The crowed booed and hissed, and Nightjar cowered while Wright raised his arms for order. Wright asked Nightjar if she had anything to say for herself before he sent her to the stockade. The trial then took an unexpected turn, just as Marion and I had planned it: Nightjar stepped up to the platform, stood alongside Wright, and turned the tables on the barrister by threatening to expose a number of shady business deals of his. As she talked, Nightjar became more animated, waving her arms and smiling while Wright grimaced and shrank back. The crowd started to laugh, clap, and cheer for Avis as Wright sputtered and demanded she cease talking.

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Get Comfortable Being Uncomfortable

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Photo credit: Wayne Hile

“Get comfortable being uncomfortable” is one of those pearls of wisdom that career coaches are fond of sharing to inspire others to succeed. The notion makes sense: only by stretching your comfort zone can you learn and grow, whether you are a student, a software designer, or a Navy Seal. But for people to get comfortable being uncomfortable, the right elements need to be present, including a supportive environment, a purpose, and preparation, as a recent experience of mine illustrates.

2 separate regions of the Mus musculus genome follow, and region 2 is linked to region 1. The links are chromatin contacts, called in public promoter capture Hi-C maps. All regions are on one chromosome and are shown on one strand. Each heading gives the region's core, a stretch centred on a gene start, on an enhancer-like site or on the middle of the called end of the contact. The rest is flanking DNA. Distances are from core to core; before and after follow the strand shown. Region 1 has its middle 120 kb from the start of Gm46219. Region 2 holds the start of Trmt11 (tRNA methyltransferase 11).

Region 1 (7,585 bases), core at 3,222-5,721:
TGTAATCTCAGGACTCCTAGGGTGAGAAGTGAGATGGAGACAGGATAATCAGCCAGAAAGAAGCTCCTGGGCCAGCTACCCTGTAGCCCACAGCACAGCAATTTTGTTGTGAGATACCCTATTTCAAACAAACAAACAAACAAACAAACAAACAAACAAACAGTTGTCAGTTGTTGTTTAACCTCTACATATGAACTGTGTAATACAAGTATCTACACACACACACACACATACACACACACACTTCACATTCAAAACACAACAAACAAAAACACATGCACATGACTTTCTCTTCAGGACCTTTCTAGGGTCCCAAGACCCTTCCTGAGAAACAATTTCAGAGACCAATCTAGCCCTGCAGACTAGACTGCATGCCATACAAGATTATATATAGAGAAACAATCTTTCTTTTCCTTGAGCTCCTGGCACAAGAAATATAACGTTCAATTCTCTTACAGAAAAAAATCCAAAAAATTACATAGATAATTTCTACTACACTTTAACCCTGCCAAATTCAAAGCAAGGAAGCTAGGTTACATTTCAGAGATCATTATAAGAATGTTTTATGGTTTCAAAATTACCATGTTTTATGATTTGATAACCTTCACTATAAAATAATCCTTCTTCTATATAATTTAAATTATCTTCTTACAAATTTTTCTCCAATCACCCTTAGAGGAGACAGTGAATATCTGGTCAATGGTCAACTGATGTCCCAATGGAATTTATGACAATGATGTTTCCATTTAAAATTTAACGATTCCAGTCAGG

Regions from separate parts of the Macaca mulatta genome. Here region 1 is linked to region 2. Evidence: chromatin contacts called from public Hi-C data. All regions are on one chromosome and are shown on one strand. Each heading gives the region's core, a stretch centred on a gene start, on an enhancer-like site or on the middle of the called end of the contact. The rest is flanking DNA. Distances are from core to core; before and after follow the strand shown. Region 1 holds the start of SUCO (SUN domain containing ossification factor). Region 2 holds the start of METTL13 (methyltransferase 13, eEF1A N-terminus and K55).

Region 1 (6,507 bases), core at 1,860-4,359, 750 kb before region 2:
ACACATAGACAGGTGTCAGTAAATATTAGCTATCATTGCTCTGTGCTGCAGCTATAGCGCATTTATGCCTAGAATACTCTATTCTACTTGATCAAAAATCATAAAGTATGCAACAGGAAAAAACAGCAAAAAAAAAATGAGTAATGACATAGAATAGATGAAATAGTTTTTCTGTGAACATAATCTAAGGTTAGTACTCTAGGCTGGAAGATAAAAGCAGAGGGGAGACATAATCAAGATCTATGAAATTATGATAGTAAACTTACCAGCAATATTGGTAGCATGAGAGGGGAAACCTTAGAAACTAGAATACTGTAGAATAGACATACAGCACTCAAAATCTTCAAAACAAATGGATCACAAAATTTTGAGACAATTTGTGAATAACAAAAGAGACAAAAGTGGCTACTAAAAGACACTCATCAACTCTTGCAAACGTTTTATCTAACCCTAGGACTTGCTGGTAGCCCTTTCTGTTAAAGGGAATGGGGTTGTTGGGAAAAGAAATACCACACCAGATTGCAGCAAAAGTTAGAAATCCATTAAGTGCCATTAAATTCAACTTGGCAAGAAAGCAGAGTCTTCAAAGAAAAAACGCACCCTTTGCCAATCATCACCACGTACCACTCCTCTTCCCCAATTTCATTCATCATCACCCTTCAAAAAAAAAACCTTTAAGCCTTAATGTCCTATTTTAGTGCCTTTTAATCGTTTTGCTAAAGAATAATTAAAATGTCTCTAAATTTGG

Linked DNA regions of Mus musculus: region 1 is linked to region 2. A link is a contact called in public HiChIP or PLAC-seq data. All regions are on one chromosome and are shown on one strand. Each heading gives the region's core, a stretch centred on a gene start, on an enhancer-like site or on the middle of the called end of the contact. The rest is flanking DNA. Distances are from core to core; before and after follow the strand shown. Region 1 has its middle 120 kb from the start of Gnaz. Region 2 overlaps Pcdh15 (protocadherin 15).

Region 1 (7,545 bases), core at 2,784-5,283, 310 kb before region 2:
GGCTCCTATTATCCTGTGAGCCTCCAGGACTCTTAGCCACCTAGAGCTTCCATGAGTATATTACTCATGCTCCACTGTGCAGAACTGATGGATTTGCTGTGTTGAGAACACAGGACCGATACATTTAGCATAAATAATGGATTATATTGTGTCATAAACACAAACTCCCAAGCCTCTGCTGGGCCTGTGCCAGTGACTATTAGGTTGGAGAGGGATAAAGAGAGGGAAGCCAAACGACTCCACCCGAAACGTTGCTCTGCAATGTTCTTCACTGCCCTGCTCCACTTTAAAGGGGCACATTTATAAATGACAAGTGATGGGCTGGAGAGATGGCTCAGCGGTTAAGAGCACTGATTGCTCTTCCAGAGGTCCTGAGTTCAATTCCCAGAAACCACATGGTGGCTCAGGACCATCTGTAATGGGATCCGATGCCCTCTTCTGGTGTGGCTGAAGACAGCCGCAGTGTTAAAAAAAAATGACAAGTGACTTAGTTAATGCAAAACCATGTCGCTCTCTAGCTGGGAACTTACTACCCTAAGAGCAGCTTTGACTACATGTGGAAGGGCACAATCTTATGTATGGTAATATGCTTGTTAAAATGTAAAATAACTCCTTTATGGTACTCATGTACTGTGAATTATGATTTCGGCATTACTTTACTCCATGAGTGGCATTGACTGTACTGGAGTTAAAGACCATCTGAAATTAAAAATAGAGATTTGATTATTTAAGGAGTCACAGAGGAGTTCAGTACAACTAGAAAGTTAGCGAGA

As I have mentioned on my blog, during summer weekends, I am part of the cast of the Bristol Renaissance Faire, a festival in Kenosha, Wisconsin, that re-creates the sights and sounds of 1574 Bristol, England, on a day when Queen Elizabeth is visiting. I portray a friendly but comically pompous guild master named Nicolas Wright. Playing Nicolas Wright means constantly learning new skills, including improvisational comedy, face-to-face patron interaction (he greets patrons on the street all day long), and even stage combat. Auditioning for the cast was an enormous leap of faith for me, and once I came onboard in 2014, I discovered that being part of the cast is a constant process of getting comfortable with the uncomfortable. One recent Saturday, I pushed myself beyond the boundaries of comfort: I told a story.